As far as we know, the human being is the most “intelligent” organism. Their brain includes a number of fuctions so complex and sophisticated that, when the neurologist and psychologist Howard Gardner in his Frames of Mind tries to recap its structure, he comes up with seven sub-structures: Linguistic Intelligence, Logic-Mathematical Intelligence, Musical Intelligence, Bodily-Kinesthetic Intelligence, Spatial Intelligence, Interpersonal Intelligence and Intrapersonal Intelligence.

Surely thanks to a very refined biological evolution of its calculating skills, the human race has been able to reach an equal high level of social and technological evolution too. What we are about to reach now, is what can be called automaton era . Nevertheless, among us humans, some enlightened artists (such as W. Shelley , G. Orwell , P.K. Dick) have caught a glimpse of where we were heading for and thus tried to imagine what it would have been like in order to prevent the ethic and moral decadence of our species and our societies.

It was Isaac Asimov in particular who uttered the famous three Robotic rules: 1) A robot may not injure humanity, nor, through inaction, allow humanity to come to harm; 2) A robot has to obey what it is told by humans, unless their orders are in contrast with the First Rule; 3) A robot has to protect its existence, unless its self-defence is in contrast with the First and Second Rule.

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While the artists anticipated the philosophical principles of the future relation between human beings and machines, on the other hand some scientists started to define actual principles. Among the others, it is worth remembering A. Turing, who defined through the notorious Turing Test the meaning of Artificial Intelligence. A machine can be defined “intelligent” if a human being is not able to tell human answers from machine answers during a conversation where the three of them are engaged.

Those two conceptual paradigms were crucial to everything that followed and guided the development of AI and robotics. Yet, as it has often happened in the history of ideas, what has been a point of reference and inspiration for decades, can suddenly turns into a hindrance for further developments in ideas. Probably both Asimov’s rules and Turing Test (as well as other authors’ rules) are currently too influential, while actually they are completely obsolete.

Since then things have changed and both the goals and the very definition of AI changed. As a matter of fact, Turing Test has been completely overcome and AI is moving fast towards the idea of Collective Intelligence – let’s take for example the Swarms and the Boids – while the robot’s shape itself is turning into a mechanical multidimensional structure able to adapt – see the Atrons- thus losing its canonic anthropomorphous aspect and its old static mono-corporal structure. Furthermore, AI has started widening its views and is aiming at interfacing with biology, leading us to consider the actual beginning of a Multiple, Manifold and Polymorphic Intelligence which implies a deep interaction at different levels. That is what happens in virtual worlds (such as SecondLife), as wellas in real worlds (such as MipTiles), and mixed realities (Stelarc, Talkers, Ambient Addiction).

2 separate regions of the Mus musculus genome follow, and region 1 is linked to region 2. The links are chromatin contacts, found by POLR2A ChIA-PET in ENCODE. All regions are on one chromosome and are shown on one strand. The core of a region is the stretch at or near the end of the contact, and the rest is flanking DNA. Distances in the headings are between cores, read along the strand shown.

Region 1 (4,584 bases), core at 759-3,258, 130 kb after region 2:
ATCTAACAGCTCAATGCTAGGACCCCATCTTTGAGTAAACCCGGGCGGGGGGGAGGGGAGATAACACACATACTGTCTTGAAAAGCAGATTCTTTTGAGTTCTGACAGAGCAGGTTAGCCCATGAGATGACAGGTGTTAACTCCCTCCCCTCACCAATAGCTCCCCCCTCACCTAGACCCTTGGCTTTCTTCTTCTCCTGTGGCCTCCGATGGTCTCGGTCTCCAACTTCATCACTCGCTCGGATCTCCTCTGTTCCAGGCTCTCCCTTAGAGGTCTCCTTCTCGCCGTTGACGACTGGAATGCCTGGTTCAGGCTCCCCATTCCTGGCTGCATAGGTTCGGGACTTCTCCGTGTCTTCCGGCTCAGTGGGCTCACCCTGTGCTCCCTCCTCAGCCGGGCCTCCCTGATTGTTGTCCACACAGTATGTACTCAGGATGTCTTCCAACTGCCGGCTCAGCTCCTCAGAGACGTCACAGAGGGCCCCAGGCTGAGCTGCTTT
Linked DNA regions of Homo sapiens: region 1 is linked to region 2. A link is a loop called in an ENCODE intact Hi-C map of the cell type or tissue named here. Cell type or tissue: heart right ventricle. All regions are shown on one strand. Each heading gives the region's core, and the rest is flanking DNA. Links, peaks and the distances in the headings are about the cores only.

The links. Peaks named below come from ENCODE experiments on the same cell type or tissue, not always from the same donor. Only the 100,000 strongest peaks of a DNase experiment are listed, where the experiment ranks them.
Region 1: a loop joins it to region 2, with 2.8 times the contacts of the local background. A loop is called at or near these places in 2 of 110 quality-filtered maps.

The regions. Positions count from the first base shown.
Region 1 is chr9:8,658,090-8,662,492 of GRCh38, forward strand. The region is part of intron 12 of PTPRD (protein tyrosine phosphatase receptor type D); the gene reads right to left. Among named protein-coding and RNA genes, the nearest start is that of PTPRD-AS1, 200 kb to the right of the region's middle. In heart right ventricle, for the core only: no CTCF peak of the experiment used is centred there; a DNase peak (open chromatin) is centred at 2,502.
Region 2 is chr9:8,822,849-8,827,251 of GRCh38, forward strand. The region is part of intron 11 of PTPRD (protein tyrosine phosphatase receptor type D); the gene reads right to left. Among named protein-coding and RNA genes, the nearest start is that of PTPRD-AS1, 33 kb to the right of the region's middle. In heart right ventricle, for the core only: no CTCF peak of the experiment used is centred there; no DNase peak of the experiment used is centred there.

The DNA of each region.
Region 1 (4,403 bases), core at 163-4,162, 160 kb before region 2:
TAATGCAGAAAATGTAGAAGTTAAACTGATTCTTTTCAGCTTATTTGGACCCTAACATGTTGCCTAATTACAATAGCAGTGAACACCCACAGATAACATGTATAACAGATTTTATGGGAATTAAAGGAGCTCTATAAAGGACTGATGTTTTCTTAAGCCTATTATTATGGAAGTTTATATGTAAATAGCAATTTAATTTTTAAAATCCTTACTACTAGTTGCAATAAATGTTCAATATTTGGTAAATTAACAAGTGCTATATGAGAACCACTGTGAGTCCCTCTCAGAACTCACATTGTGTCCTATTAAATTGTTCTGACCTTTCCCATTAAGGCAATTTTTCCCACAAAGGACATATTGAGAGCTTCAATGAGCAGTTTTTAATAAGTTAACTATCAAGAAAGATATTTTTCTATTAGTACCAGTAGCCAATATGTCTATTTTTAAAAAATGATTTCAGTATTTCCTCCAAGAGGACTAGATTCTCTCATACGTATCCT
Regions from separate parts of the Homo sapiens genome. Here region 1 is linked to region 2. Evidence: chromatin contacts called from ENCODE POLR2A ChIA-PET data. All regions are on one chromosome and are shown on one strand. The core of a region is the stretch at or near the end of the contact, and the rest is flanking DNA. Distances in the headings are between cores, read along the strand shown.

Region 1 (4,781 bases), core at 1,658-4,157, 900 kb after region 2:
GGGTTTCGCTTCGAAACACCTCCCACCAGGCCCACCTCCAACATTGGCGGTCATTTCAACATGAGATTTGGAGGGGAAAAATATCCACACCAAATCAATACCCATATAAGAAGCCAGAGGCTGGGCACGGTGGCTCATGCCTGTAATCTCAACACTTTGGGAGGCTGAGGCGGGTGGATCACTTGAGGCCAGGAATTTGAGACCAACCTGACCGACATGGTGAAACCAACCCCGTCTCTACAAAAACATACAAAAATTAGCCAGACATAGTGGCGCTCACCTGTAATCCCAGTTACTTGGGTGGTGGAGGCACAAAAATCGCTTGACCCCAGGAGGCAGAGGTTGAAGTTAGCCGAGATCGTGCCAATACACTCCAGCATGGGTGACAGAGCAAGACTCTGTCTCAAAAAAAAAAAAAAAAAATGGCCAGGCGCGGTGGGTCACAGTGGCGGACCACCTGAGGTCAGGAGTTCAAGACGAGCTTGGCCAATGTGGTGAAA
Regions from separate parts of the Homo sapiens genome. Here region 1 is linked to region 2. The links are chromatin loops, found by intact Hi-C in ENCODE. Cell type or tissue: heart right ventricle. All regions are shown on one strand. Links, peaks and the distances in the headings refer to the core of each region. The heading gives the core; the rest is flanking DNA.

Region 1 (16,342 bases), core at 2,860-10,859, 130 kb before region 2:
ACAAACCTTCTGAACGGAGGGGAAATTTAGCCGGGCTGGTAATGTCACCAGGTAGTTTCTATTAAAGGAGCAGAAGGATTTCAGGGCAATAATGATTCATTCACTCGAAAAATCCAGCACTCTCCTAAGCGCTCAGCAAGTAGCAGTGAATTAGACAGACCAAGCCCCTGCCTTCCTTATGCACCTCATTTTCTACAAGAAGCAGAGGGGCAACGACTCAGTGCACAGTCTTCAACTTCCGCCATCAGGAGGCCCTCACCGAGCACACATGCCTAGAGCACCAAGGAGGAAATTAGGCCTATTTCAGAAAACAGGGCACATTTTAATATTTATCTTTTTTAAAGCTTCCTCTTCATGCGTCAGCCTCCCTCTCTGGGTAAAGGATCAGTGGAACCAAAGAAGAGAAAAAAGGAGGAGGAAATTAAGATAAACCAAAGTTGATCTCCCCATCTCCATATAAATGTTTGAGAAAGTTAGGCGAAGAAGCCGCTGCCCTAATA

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In other words, it is no longer possible to look for a single artificial linear process within AI; on the contrary the new conception implies a multidimensional and not linear process which cannot be easily manipulated and which cannot be totally controlled . Things are already getting complicated if we consider that, instead of the old conceptions of interactivity (activate/deactivate/ignore) we start a real time multisensorial dynamic interaction (that is to say an interrelation) with a single “species” of artifact (or AI algorithm). But if we consider the possibilità of interacting with a multitude of artifacts (or AI algorithm) at h esame time, then things get “elusive”.

The obvious conclusion is that Asimov’s Rules become inconsistent with such assumptions . On the one hand, machines cannot be controlled any longer, for the problems we ask them to solve are not linear and incomplete from a mathematical point of view; on the other hand , being widely interconnected to one another, they are no longer the only and direct responsible for the general output of the system.

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With this new point of view, we need to renew our methodology and leave the idea of Human-Machine Interaction (o Interaction Design ) to move towards the idea of Bio-Tech Interrelation, according to which the interaction with machines is simply more uncertain and, more important, completely different from the one we knew in the past.

As a matter of fact, the very interaction moves from a one-direction stream of intellingence (man=>machine) to a double-direction one (man ó machine) as well as a many-direction one (biological intelligences ó artificial intelligences). Actually, there is a factor that we may call here Imitative Intelligence which was not considered by Howard yet inderectly confirmed by Rizzolati’s la test experiments and, more generally by common sense, which suggests that that intellectual feedback we triggered with artificial intelligence has a real “boomerang” effect, an intellectual “Larsen effect” which has to be considered seriously since it will be surely crucial for the future theories on man-machine relations (or, as we like AI, Robot, Cyborg, or Android).

Those theories will inevitably lead to conceive intelligence no longer as an axclusively biological means, rather a domain crossbred by machines, thus Polymorphic Intelligence.

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